April 17, 2018

Bat Citizens: Defending the Ninjas of the Night

Written by Rob Laidlaw
Pajama Press
48 pp.
Ages 8-12
March 2018

Today is Bat Appreciation Day and Rob Laidlaw's newest children's non-fiction book about protecting animals and animal welfare is THE book that needs to be read today and forever.  Bat Citizens: Defending the Ninjas of the Night takes the story of bats from tragic ecological stories to empowering children to become global citizens in helping protect this oft-misunderstood animal.
From Bat Citizens: Defending the Ninjas of the Night by Rob Laidlaw
Rob Laidlaw, biologist, animal activist and award-winning author (including of No Shelter Here: Making the World a Kinder Place for Dogs, Pajama Press, 2011 and Cat Champions: Caring for our Feline Friends, Pajama Press, 2013), may be advocating for bats, but he knows the best way to do so is to educate young readers about these animals and dispel erroneous misconceptions first.  So, he weaves the book's information about types of bats, their biology, habitats, food, predators, and the numerous challenges to their survival with a look at those who champion their needs.
From Bat Citizens: Defending the Ninjas of the Night by Rob Laidlaw
Rob Laidlaw introduces young people whom he refers to as Bat Citizens who tirelessly advocate for, research on, and provide for bats around the world.  There's Christian Spaur in Ohio who championed the installation of bat boxes, and Sarah Corton who has been surveying bats for the dangerous white-nose syndrome and creating lesson plans for teachers.  And there's four- and five-year old brother and sister who raised money for the Organization for Bat Conservation by selling hot chocolate.  These young people are doing more than their share to help.  To that same end, Rob Laidlaw discusses various bat challenges, like white-nose syndrome, disappearing habitat, and human activity, but provides solutions to all, including directing readers how they can help.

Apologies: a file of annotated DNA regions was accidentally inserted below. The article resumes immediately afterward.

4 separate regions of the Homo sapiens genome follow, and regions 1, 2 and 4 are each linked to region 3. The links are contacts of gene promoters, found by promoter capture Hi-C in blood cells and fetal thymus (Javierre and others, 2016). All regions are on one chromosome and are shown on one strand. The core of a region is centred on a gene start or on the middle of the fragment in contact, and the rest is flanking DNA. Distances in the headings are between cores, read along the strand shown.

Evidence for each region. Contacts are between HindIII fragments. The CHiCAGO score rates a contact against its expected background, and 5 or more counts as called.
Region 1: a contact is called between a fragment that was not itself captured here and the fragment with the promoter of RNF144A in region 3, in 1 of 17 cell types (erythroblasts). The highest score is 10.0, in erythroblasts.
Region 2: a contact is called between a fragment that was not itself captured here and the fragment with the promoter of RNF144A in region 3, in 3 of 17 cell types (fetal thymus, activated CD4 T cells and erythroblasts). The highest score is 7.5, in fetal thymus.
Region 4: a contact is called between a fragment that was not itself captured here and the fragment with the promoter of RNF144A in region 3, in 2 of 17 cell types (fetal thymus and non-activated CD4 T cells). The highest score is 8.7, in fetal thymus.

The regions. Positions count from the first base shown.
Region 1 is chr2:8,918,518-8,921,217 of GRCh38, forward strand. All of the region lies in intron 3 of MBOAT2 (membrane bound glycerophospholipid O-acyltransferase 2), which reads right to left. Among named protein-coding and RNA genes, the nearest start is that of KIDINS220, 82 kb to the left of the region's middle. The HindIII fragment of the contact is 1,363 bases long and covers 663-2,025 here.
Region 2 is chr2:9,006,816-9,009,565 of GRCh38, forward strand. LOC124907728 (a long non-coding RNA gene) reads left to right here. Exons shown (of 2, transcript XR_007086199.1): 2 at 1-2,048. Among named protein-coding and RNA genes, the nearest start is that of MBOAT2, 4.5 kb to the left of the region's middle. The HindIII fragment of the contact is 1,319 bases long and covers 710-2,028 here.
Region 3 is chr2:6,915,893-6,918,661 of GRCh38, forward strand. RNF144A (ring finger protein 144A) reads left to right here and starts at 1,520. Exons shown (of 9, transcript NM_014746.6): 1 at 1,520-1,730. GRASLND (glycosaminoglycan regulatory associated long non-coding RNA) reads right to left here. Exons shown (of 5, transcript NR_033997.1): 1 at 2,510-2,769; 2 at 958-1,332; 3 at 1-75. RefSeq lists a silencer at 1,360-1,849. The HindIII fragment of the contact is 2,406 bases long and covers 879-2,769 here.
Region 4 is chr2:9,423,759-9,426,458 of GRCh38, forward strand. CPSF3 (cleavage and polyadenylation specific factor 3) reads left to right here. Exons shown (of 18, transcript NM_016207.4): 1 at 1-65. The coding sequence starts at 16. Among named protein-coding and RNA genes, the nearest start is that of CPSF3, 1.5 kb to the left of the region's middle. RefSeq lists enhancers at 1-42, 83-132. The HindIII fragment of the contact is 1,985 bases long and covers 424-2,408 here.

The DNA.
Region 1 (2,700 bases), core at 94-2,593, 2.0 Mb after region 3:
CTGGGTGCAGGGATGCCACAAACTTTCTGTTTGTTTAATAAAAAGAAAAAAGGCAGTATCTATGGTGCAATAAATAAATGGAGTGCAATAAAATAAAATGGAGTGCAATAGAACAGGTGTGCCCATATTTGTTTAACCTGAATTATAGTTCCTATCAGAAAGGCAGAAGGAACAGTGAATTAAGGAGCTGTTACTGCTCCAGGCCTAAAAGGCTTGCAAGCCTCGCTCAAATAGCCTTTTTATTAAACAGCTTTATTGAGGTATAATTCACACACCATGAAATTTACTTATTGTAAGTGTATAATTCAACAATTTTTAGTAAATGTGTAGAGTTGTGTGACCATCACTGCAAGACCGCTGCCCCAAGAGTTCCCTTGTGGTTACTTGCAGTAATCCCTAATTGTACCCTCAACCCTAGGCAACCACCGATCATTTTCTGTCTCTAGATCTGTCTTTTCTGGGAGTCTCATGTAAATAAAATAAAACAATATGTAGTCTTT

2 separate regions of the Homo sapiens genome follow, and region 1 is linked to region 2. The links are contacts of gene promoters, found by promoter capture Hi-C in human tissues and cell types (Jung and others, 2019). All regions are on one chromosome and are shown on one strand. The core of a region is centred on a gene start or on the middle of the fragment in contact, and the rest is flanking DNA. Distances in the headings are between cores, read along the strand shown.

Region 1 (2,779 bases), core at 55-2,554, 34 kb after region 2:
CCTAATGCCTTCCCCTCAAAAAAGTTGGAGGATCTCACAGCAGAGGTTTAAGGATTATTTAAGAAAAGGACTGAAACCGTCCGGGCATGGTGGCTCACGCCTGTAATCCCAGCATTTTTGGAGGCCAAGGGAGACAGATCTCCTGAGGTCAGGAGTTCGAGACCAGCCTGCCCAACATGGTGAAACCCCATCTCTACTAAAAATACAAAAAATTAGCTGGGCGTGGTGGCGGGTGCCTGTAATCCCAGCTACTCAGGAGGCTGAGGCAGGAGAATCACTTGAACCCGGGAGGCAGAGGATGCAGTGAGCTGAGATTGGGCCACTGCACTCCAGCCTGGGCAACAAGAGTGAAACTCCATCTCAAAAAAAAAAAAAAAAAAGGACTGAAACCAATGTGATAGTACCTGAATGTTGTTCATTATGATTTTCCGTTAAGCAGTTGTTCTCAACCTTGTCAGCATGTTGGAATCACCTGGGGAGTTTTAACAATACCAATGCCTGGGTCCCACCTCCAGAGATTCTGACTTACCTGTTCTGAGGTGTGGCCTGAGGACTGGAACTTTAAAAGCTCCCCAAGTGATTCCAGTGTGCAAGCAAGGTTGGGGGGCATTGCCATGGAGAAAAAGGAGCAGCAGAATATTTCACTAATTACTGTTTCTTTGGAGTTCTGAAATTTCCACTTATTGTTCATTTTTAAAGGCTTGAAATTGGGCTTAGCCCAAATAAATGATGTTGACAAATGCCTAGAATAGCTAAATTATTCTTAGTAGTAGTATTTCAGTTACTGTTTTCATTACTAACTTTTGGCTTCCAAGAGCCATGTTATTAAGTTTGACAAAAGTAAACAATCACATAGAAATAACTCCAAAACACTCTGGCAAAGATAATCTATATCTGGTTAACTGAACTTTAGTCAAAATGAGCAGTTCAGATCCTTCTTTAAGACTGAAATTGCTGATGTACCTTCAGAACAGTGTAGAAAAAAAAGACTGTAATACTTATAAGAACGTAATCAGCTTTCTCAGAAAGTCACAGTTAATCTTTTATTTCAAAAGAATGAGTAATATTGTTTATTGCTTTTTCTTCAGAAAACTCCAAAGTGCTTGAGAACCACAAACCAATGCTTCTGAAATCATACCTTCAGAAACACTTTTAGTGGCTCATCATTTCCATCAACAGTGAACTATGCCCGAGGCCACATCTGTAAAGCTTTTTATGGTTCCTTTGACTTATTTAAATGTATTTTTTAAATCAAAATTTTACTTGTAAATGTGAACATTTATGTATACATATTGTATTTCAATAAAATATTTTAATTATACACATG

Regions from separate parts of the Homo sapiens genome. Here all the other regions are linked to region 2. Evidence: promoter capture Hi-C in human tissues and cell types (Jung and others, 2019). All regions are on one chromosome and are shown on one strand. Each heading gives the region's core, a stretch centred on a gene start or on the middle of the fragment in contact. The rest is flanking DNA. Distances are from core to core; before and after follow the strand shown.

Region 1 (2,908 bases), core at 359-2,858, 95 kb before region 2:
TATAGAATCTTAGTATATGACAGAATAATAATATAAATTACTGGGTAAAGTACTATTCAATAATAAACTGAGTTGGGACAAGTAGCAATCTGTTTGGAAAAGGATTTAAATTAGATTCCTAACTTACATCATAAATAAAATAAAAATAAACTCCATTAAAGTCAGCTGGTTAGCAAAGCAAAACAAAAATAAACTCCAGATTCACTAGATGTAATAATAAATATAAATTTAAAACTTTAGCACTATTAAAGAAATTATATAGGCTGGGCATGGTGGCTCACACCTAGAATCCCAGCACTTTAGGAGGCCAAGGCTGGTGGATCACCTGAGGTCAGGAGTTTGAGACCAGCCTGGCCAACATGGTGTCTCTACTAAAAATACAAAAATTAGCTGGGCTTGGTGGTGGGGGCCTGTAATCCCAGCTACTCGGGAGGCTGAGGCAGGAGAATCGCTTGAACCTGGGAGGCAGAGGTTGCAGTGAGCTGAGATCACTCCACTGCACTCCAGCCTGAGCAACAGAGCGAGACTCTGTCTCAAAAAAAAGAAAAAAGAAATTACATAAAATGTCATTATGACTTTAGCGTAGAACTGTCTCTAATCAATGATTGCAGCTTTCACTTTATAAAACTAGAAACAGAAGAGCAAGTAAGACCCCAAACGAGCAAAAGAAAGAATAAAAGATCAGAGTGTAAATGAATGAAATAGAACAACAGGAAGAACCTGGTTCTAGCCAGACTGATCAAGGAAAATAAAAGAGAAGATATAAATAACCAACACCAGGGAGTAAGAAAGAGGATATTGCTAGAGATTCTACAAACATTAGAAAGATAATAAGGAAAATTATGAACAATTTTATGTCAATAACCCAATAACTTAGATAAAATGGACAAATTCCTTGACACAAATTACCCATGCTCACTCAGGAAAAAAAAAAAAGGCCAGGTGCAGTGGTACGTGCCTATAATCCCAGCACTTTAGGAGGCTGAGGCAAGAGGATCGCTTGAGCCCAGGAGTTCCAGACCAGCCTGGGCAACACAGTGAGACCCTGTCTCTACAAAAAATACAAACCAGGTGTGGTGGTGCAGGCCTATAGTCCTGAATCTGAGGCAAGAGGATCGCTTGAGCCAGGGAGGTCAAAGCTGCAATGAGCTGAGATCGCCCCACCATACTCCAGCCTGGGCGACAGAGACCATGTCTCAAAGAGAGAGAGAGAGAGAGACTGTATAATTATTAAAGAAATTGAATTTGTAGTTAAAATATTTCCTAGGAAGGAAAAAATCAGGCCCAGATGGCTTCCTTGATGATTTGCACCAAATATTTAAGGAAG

From Bat Citizens: Defending the Ninjas of the Night by Rob Laidlaw

 The book is well-organized and colourful with numerous photographs on every page.  Throughout the book, there are information boxes about "Bat Facts", suggestions of ways to help out in "Batty Ideas" and a comprehensive glossary.  The detailed table of contents and index just top off the impressive organization of Bat Citizens: Defending the Ninjas of the Night, making it a strong non-fiction selection for young readers and animal advocates everywhere. And did I mention the cool poster on the reverse of the dust jacket?

I may be reviewing Bat Citizens: Defending the Ninjas of the Night today because of the day's designation but this title is sure to be saved and read and referred to beyond April 17 because it is more than an encyclopedia about bats.  It is a book about being a citizen of the animal world, our world, and about celebrating young people who already understand that and have stepped up to defend those whose world we share.

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